Newspaper editor Zwelakhe Sisulu was freed Friday after two years in detention without trial, but the government immediately placed grinding restrictions on the prominent anti-apartheid activist.
"He's back. He's with us again now," Zodwa Sisulu said as her husband hugged his 8-year-old son and 5-year-old daughter at their home in Soweto, the sprawling black township on the edge of Johannesburg, where he was arrested by security police 720 days ago.
Sisulu, the 37-year-old editor of the weekly New Nation, seemed thin but in good spirits.
Civil rights groups saw the release of Sisulu--and of three other men also detained under the 30-month-old state of emergency--as the latest moves in a new government campaign designed to improve Pretoria's image abroad.
"He still can't believe it," his wife said. Although the family is "beyond ourselves with excitement," she added, the conditions of his release "mean things won't be the same here. In effect, we're all restricted with him."
Sisulu's restriction order is among the most severe placed on more than 400 detainees freed in recent months. It prohibits him from any political or journalistic activities, meaning he cannot return to his newspaper job. He is prevented from talking to reporters as well.
The editor also must remain home from 6 p.m. to 6 a.m. and report twice daily to the police. He cannot leave the Johannesburg area without police permission and may not see more than 10 people at a time.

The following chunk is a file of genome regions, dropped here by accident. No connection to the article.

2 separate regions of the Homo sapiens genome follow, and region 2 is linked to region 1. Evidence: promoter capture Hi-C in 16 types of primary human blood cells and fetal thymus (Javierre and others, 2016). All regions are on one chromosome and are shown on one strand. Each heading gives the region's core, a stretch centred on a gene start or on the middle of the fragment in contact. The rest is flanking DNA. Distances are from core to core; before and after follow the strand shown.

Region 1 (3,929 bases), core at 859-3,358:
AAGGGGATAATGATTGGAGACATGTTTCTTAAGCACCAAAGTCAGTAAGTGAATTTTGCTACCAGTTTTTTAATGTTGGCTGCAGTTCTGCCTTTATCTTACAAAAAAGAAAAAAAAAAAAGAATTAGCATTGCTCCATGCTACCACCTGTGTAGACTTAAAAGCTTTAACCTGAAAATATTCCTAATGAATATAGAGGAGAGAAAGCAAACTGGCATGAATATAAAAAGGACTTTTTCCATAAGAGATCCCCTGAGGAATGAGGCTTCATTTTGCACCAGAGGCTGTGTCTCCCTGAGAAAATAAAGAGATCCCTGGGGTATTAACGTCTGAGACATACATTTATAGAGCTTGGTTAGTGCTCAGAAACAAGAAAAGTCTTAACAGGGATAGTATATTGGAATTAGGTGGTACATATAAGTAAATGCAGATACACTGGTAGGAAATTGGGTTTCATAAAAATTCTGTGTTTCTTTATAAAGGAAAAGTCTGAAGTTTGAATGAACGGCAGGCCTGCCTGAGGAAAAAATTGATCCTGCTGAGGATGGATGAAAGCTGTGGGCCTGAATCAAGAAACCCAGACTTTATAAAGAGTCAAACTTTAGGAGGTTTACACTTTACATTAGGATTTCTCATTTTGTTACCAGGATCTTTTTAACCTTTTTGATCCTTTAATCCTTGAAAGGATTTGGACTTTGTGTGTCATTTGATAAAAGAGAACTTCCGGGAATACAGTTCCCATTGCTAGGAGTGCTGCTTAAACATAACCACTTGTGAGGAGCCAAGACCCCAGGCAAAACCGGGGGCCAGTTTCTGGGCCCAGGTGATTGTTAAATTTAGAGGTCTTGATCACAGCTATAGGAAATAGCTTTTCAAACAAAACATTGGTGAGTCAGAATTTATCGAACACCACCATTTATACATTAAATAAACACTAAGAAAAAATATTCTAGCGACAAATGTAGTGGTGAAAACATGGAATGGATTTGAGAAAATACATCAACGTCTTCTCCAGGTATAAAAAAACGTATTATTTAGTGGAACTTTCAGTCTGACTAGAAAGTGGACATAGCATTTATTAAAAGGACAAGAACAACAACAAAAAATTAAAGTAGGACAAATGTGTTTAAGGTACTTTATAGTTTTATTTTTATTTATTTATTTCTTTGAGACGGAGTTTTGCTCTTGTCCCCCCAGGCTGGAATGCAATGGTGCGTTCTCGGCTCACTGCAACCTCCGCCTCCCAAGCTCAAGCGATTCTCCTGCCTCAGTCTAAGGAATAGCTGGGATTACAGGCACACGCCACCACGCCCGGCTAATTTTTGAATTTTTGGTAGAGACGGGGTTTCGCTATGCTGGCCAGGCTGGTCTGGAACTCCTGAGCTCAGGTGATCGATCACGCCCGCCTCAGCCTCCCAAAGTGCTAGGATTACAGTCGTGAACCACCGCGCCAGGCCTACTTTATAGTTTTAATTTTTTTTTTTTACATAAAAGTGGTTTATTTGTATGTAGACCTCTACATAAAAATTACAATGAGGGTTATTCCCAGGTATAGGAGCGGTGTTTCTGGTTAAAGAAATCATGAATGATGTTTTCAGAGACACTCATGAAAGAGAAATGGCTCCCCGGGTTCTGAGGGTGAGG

"He's effectively imprisoned in his own house," Sisulu's attorney, Priscilla Jana, said at a news conference. Sisulu was present at the conference, but the attorney asked reporters not to approach him.
Sisulu comes from a family of prominent anti-apartheid campaigners. His father, Walter Sisulu, is serving a life sentence with African National Congress leader Nelson R. Mandela. His mother, Albertina, 70, helped found the 2-million-member United Democratic Front and currently lives under a government restriction order that prevents her from any political activity and confines her to home at night.
The Sisulu family is to be awarded the $100,000 Carter-Menil Human Rights prize from former U.S. President Jimmy Carter next week, but no members of the family have been granted permission by the government to travel to the United States.
Sisulu, who received a prestigious Nieman Fellowship for journalists at Harvard in 1984, has been detained several times in the past decade. Soon after he returned from Harvard in 1985, he became founding editor of the New Nation, a weekly newspaper published by the Roman Catholic Bishops' Conference.
Also released Friday, under similar restrictions, was Eric Molobi, national coordinator of the National Education Crisis Committee, who had been in detention for a year.
The government gave no reason for the releases. But they appeared to be part of a trend that began earlier this year when South Africa indicated its willingness to exchange peace in Angola for independence in Namibia, the territory it has ruled for 70 years.
In recent weeks, the government granted clemency to the Sharpeville Six, sentenced to hang for a township mob killing, and freed terminally ill activists Harry Gwala, of the outlawed African National Congress, and Zeph Mothopeng, of the outlawed Pan Africanist Congress.
The justice minister also announced last week that Mandela, 70, who has served 24 years of a life sentence, will be allowed to live outside of prison with more family visits when he has recovered from tuberculosis at a Cape Town hospital. The move could be the beginning of a phased release for the man revered by millions of South African blacks.
"This is all part of an international public relations exercise," Max Coleman, a human rights activist here, said Friday night. "The government realizes it has to do something to bring in outside capital to help solve its domestic economic difficulties."